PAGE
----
As the world continues to be caught up in a whirlwind known as Covid-19, Atowi has decided to literally turn things around and spread joy across the city. “Hit the Angles 360 Photo Booth” is Harrisburg’s first 360-photo booth business. If you’ve been living under a rock and you are unfamiliar with what a 360-photo booth is, it is a revolving video camera capable of capturing 120 frames per second and is all the rage right now. Patrons step onto the platform and the video camera begins to spin. It does a complete 360 degrees around them to capture a video in slow-motion and reverse. To make the videos more fun, customers can use props and signs provided to add to their experience. Users can see their videos playback on screens and have various options to download the videos based on their phone capabilities. Some even allow users to pick the background music of their liking. “Hit the Angles 360 Photo Booth” is operated by Atowi and her business savvy counterpart (aka her “honey,” as she tenderly calls him). Together, their photo booth has graced many shows as well as malls, Latino balls, comedy events, the wine and jazz festival, Kipona, and even a beauty and hair expo.

“It is super cool to own a business with my boyfriend,” says Atowi. “A lot of couples aren’t able to work well in business, but our strengths and weaknesses are so evenly paired that it just works really well. All of my talents and resources are perfectly matched to do this so that I really do not have to outsource for anything.”

Atowi does not just seek to impact her community through arts, entertainment, and marketing. She does not shy away from taking political action, if need be, to serve her community, and is thus proud to be a member of the African American Chamber of Commerce (AACC). The AACC’s goal is to economically enable and strengthen African American communities through entrepreneurship and capitalistic activity in our country and via interaction within the black community. With the AACC, Atowi participates in “Junior Entrepreneurs in Training” camp where the youths are mentored to take their ideas from thoughts, to plans, to implementation. Their ideas are branded and marketed, and the children go on to operate profitable businesses. “You cannot teach hustle and ambition, but you can teach them a way to achieve their goals,” Atowi asserts. As a chamber member, she strives to continue to empower her community and seek out resources to assist in the building and growing of careers and charities.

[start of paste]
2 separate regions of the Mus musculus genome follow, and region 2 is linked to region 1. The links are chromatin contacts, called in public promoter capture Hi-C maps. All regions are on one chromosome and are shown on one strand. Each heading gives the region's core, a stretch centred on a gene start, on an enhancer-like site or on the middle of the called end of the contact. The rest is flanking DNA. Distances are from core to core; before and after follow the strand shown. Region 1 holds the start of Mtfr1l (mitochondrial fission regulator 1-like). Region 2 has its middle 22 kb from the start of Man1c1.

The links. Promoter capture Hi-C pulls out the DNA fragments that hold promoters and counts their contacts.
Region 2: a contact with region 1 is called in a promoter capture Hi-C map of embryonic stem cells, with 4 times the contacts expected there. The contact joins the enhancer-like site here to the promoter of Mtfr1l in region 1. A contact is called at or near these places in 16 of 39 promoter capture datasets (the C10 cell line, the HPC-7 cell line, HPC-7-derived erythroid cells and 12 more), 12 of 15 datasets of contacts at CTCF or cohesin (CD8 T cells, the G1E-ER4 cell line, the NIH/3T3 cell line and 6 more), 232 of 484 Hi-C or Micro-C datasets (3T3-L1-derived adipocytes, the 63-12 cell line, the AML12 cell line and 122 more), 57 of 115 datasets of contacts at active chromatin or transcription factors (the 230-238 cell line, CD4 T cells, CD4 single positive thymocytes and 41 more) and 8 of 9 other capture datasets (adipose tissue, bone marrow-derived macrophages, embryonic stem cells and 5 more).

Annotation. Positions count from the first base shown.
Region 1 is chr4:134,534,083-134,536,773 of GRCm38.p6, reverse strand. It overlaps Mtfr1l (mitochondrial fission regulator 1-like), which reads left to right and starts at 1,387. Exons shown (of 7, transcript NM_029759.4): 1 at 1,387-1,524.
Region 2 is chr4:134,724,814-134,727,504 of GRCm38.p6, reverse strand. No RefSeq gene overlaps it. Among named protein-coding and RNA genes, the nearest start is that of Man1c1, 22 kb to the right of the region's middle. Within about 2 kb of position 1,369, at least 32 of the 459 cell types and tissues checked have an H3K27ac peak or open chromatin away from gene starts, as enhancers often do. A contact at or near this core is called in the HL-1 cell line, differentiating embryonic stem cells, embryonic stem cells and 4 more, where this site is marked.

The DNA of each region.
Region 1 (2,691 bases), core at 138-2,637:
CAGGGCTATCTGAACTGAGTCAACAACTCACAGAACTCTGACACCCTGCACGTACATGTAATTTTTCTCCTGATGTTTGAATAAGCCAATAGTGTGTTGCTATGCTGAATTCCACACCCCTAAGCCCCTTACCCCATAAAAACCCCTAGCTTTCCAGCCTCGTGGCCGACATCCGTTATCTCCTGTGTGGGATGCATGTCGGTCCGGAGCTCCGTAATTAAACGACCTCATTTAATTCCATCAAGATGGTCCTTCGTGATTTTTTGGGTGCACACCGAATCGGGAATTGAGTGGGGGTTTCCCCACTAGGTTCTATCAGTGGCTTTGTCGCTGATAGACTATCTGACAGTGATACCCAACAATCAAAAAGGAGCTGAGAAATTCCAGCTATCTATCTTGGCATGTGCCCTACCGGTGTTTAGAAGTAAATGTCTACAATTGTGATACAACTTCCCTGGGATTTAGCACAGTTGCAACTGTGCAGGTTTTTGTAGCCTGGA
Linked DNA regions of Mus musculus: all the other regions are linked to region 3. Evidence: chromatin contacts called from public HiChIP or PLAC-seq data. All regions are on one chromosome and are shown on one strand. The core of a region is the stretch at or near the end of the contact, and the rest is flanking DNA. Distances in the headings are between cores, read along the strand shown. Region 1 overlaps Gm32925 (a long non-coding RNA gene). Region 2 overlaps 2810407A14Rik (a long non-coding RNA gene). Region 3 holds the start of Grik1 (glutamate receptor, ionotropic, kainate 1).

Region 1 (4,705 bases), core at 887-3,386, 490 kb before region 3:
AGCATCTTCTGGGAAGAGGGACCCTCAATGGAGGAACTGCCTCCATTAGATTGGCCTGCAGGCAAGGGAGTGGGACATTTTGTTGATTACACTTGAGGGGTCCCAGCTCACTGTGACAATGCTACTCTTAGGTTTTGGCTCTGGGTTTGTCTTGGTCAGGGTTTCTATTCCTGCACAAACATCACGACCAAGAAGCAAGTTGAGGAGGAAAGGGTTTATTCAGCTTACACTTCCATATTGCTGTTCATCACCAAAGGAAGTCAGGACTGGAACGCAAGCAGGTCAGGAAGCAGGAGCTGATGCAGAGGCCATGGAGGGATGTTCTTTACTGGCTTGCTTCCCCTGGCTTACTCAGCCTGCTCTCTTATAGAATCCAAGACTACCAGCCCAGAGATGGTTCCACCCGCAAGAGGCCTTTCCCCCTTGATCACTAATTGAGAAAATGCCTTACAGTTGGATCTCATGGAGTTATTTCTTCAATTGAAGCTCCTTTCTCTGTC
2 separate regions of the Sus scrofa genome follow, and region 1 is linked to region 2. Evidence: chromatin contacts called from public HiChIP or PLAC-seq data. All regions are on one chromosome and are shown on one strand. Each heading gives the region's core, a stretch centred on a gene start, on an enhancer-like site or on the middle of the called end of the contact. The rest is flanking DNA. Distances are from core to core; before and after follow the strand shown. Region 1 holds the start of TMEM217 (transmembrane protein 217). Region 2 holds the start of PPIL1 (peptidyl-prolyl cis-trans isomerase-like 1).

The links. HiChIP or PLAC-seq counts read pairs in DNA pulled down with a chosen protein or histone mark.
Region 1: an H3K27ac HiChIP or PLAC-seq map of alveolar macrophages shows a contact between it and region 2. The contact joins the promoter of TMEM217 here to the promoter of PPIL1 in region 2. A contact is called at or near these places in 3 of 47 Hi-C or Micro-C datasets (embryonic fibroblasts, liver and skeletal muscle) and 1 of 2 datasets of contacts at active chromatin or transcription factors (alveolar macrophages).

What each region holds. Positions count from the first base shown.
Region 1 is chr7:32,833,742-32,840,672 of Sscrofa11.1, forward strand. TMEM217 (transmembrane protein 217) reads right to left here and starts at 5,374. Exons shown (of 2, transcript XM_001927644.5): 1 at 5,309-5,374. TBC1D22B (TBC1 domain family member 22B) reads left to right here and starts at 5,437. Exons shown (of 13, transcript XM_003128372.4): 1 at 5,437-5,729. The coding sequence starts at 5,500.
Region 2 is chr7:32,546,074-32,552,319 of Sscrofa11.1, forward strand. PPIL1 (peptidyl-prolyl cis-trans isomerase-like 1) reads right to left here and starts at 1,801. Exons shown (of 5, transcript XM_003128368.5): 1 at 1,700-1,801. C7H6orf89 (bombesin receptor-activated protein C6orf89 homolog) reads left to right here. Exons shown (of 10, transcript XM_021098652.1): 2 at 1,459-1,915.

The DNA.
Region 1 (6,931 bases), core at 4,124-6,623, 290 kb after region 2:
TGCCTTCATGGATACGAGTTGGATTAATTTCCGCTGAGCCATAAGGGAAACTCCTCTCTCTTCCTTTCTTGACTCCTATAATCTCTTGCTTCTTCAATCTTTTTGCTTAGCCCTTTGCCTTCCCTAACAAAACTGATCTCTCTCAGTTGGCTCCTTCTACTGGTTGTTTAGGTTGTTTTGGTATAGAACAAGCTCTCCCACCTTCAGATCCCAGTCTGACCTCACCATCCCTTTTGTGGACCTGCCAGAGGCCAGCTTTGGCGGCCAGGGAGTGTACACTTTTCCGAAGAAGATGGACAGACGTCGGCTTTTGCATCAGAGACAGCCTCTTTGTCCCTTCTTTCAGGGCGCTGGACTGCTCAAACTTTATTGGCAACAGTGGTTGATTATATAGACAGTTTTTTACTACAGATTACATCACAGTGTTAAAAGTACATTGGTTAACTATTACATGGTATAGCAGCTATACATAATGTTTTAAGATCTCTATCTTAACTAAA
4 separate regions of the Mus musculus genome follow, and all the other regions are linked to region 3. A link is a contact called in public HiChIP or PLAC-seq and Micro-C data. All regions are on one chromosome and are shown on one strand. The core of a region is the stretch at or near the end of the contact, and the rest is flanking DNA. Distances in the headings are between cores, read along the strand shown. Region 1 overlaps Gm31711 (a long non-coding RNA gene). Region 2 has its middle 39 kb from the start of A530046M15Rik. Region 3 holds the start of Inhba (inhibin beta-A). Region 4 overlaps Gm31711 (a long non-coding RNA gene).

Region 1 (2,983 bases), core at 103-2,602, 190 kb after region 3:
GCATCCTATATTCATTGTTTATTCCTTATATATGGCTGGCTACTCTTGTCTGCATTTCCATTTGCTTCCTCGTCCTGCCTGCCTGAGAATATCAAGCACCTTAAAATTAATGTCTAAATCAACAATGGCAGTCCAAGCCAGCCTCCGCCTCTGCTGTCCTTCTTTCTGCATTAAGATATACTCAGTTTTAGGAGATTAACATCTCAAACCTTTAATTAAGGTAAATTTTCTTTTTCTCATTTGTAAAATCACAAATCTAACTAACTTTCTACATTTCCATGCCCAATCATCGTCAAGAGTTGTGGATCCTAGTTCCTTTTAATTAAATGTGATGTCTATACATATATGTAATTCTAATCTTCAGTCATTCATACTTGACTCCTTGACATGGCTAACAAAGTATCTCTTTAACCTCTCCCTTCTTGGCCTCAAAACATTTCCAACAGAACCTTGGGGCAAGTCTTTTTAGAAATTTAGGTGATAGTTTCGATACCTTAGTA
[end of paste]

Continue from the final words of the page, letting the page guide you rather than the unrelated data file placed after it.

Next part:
Atowi’s newest aspiration is to empower women and girls with entrepreneurial goals. She would like to not only be able to train them in business etiquette, but also lessen some of the financial burden that comes with starting a business. Her dream is to be able to establish people’s businesses for free, in the same vein as a scholarship. She’d like to be able to jump start businesses with grants, free websites, and graphic design to help single mothers, women, and girls get through the most difficult and costly part of investing in their brands.

Atowi’s last advise is this: “just do what you want to do. Don’t wait for a degree. Don’t wait until you save money. Don’t wait until you’re tired of what you’re doing now. Who’s to say that the opportunity will still be there. People are dying with their dreams inside of them. If nothing else, Covid has taught us that. Go start what you’re going to start and do what you want to do and if it doesn’t work, baby go do something else! My goal is to die empty. I want to take all of things that God has given me and pour it out into the universe!”

MaDonna Atowi’s story is one of hope and hard work and it is currently in it’s happily ever after stage.